In my younger days, I loved horses. My parents, sisters and I lived in a small subdivision in town, but my grandparents lived on about ten acres. Their place was four or five miles away from ours. My grandfather had a few cows and other farm animals, but no horses. I had always wanted him to get at least one, but he never did.
My dad’s brother and his family lived about three hours away and we would occasionally travel to visit them. I looked forward to those trips since he always kept horses on his farm. Usually within an hour after our arrival, he would look over at me and ask if I wanted him to saddle up a horse for me to ride. My eyes would light up and a huge smile would appear as I said that I did.
Most of my days while visiting there would be spent riding over his property and for miles down their country road. Although I was all alone, I was imagining all kinds of adventures as I rode. It was a very happy time for me and a welcomed escape from the dysfunctional home life my parents had chosen.
Occasionally, I would stop, give him slack in the reigns and allow him to rest as he ate grass along the side of the road. After a few minutes of that, I would tighten up on the reigns and begin to swat him on the rear end. Before long, he would surrender, submit and once again we would be on our way down the road. If it had not been for the steel bit on the bridle, he could have chosen to eat as long as he wanted.
“Behold, we put bits in the horses’ mouths that they may obey us; and we turn about their whole body.” (James 3:3)
God has given us free reign in the form of our free will. He does not sit atop us and lord over every move we make. He trusts us to make good choices even though we fail him time and time again.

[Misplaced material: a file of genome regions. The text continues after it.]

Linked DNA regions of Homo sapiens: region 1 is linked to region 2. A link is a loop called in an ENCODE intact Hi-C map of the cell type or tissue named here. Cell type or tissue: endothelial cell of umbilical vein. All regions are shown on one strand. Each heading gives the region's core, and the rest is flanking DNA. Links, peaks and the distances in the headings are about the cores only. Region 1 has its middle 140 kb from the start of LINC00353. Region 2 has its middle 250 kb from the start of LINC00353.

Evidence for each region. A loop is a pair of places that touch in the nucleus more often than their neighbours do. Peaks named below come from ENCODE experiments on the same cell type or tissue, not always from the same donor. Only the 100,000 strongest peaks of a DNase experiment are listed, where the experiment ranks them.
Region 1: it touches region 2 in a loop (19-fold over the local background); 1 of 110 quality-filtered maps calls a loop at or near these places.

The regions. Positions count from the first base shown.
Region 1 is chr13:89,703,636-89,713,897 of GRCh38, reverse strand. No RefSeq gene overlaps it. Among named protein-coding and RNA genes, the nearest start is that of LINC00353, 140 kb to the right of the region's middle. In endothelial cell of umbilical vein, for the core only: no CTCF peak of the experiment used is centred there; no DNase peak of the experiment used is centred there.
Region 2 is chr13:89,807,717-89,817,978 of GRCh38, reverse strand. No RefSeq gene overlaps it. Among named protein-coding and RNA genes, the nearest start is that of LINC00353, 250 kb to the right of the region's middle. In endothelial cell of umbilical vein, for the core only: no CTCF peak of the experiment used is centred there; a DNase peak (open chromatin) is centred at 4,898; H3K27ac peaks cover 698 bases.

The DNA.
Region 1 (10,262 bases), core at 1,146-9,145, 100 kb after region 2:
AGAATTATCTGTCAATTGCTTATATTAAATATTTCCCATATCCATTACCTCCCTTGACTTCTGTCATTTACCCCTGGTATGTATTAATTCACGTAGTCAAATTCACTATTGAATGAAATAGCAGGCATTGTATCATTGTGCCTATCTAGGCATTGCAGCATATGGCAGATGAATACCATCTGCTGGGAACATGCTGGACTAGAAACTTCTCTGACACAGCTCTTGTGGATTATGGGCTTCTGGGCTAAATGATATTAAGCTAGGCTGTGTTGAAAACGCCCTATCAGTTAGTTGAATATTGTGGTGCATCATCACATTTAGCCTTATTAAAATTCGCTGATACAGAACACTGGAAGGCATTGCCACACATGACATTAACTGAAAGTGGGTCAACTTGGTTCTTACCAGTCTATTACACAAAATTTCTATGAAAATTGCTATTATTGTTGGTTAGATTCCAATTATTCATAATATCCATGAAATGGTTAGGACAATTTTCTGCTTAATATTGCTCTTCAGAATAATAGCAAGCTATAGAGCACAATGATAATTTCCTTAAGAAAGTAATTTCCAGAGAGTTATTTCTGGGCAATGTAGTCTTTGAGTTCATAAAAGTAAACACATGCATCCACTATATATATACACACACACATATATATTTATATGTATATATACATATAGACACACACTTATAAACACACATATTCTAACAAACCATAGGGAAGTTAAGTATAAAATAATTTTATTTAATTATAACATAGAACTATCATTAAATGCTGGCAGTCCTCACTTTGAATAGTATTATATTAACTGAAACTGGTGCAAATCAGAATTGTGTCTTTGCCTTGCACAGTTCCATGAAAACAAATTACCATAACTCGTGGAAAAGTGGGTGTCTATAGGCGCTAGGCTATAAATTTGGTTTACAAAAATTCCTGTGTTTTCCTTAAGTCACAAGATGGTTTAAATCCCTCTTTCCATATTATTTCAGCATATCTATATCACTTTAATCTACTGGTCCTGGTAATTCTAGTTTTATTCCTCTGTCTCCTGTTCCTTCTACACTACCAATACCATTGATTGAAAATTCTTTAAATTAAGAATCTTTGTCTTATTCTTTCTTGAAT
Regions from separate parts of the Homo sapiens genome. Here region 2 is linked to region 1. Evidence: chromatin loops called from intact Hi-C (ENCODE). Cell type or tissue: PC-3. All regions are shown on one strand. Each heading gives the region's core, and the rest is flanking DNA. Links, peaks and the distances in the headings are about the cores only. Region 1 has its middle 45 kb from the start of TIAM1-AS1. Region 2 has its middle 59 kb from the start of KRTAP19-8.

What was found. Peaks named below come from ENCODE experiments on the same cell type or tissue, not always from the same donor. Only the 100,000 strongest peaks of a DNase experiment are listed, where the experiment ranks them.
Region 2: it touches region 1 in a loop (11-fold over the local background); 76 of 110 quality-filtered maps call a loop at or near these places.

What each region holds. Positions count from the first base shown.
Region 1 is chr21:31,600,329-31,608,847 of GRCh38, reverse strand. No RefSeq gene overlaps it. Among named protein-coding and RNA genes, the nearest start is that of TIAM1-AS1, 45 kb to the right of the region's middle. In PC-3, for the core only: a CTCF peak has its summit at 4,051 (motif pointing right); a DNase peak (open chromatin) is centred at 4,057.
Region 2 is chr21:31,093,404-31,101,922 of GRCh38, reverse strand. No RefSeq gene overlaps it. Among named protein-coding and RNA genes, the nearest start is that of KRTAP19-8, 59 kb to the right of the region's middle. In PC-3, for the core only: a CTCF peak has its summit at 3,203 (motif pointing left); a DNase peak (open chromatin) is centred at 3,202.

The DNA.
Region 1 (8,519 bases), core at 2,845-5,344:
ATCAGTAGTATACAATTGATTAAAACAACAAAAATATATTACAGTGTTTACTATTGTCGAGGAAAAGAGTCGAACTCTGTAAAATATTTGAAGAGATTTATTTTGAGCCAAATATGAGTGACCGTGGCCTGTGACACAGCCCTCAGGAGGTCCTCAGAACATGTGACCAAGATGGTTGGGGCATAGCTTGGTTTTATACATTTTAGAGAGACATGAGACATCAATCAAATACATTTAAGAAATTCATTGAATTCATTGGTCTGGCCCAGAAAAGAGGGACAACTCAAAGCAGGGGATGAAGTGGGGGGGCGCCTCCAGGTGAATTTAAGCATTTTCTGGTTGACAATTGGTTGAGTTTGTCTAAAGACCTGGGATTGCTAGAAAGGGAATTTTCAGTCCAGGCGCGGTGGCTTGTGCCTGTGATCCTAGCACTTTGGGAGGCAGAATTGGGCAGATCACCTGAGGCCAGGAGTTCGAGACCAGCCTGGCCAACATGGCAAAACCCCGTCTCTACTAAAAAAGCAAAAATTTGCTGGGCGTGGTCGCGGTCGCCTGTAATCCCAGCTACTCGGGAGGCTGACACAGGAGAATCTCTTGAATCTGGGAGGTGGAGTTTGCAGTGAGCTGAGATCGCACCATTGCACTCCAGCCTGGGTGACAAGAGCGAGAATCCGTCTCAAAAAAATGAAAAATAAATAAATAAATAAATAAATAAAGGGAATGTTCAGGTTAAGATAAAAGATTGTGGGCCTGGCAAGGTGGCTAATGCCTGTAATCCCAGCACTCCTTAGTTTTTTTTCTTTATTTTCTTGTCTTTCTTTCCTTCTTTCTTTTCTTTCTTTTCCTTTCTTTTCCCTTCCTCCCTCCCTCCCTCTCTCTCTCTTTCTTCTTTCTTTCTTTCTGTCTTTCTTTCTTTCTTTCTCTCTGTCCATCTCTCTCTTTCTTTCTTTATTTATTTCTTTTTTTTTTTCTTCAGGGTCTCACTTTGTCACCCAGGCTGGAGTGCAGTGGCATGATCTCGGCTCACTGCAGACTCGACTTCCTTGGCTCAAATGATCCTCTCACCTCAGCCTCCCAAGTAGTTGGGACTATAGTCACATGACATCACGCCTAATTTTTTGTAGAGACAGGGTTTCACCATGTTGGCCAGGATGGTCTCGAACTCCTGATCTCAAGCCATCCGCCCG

Controlling the borders of our minds has to do with guarding who or what comes in. But then it also has to do with controlling what goes out. In the book of James, he talks about the taming of the tongue. As we think about this, we discover that the tongue is nothing more than the launching pad for the words that the mind has produced. We can chose to drop the reigns giving our mind the freedom to go wherever it likes. However, when we do that it isn’t likely that the words will stop on the launching pad.
Every act we choose to participate in begins with a thought. It is for that reason that Paul tells us in 2 Corinthians 10:5,“Casting down imaginations, and every high thing that exalts itself against the knowledge of God, and bringing into captivity every thought to the obedience of Christ.”
Of course we should attempt to bridle our tongues, but we should first establish a border around our minds. We do that by carefully and prayerfully guarding what comes into it as well as what goes out of it.
There is nothing more satisfying than to watch a beautiful, majestic horse trotting at a perfect pace and under the full control of its master. In much the same way, “the fruit of righteousness is sown in peace of them that make peace.” James 3:18